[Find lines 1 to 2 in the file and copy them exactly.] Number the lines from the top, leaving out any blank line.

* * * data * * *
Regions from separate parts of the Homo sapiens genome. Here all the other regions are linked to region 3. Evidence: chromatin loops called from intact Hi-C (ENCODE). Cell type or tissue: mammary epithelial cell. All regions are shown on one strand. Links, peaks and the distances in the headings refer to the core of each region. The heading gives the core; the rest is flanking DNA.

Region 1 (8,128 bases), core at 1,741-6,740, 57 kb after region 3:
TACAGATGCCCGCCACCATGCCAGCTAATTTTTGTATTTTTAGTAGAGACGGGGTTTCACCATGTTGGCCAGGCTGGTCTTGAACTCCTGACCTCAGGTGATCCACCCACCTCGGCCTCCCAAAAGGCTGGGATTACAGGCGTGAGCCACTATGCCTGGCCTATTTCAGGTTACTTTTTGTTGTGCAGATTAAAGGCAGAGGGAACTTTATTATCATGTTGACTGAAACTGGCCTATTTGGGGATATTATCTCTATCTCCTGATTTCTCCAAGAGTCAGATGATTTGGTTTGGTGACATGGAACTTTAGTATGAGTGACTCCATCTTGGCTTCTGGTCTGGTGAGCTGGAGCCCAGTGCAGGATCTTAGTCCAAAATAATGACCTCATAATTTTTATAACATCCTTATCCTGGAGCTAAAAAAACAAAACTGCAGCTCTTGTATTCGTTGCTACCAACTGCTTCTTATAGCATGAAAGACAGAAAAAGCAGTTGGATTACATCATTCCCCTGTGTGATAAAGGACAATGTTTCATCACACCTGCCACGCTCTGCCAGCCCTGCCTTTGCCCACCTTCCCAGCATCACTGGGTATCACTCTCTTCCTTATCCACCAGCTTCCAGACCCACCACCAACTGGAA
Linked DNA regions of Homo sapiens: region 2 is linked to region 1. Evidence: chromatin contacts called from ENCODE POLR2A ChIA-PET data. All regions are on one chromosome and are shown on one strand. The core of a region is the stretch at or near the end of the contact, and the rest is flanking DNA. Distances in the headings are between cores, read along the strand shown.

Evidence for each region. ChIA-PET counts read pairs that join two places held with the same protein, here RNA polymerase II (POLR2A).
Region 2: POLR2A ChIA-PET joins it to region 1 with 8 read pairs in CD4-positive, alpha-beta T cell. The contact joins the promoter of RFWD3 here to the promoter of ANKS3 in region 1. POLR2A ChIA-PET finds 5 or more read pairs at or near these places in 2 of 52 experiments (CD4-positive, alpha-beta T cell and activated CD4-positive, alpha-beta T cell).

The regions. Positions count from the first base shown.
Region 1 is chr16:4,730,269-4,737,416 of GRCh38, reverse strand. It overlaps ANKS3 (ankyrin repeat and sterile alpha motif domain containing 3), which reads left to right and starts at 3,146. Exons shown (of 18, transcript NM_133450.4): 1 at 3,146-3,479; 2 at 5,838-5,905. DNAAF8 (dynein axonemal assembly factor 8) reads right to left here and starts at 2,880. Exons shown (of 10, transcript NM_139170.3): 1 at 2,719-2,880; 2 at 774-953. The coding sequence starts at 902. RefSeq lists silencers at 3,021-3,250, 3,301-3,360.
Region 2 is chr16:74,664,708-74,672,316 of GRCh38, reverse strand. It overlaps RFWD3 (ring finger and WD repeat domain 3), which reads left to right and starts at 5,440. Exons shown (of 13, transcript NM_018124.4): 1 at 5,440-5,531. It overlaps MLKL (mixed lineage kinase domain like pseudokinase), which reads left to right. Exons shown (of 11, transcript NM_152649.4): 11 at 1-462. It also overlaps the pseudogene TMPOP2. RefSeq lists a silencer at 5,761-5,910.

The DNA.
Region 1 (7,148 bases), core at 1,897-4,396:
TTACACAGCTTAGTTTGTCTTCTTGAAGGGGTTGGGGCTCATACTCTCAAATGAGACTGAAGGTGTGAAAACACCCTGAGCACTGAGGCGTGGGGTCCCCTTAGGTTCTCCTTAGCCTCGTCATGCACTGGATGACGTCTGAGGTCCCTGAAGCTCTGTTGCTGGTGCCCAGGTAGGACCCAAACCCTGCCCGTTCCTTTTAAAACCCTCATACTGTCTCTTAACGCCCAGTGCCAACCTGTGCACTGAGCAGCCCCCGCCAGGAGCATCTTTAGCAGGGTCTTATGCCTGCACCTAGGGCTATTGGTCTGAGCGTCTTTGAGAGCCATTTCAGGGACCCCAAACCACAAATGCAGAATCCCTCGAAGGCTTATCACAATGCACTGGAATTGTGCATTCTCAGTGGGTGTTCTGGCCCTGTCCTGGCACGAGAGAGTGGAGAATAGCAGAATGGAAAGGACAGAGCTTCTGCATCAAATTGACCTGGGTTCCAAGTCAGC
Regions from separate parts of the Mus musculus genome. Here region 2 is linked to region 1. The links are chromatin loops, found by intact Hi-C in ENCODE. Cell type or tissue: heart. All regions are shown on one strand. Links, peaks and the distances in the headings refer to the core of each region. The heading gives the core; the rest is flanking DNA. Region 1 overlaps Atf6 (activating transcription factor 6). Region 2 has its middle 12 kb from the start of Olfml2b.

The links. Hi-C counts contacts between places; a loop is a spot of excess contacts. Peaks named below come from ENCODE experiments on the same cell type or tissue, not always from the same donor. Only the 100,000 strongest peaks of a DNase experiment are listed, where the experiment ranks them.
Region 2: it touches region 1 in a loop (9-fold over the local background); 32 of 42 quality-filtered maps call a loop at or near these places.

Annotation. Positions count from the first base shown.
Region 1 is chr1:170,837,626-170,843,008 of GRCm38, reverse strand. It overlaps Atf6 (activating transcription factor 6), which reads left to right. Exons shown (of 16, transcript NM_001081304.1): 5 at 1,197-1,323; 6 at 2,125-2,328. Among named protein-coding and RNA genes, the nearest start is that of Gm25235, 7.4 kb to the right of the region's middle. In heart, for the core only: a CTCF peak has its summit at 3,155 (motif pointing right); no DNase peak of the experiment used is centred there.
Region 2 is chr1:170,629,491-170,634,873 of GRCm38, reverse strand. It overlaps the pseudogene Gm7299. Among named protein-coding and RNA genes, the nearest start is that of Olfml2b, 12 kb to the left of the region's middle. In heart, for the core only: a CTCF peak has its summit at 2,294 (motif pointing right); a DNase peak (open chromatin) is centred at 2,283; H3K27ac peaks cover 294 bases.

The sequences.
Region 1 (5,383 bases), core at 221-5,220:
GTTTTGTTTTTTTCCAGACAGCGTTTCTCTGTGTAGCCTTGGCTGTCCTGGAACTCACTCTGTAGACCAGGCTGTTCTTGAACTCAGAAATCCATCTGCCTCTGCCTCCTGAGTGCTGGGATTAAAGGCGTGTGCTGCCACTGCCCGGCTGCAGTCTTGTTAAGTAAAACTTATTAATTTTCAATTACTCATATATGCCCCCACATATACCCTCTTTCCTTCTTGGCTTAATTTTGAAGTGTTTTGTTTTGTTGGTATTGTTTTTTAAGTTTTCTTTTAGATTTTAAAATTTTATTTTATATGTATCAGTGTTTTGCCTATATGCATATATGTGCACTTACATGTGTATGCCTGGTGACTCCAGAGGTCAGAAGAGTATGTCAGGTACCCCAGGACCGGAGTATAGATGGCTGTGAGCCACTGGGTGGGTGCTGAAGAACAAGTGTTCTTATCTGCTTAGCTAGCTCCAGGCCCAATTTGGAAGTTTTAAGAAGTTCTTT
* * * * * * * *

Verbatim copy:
Regions from separate parts of the Homo sapiens genome. Here all the other regions are linked to region 3. Evidence: chromatin loops called from intact Hi-C (ENCODE). Cell type or tissue: mammary epithelial cell. All regions are shown on one strand. Links, peaks and the distances in the headings refer to the core of each region. The heading gives the core; the rest is flanking DNA.

Region 1 (8,128 bases), core at 1,741-6,740, 57 kb after region 3: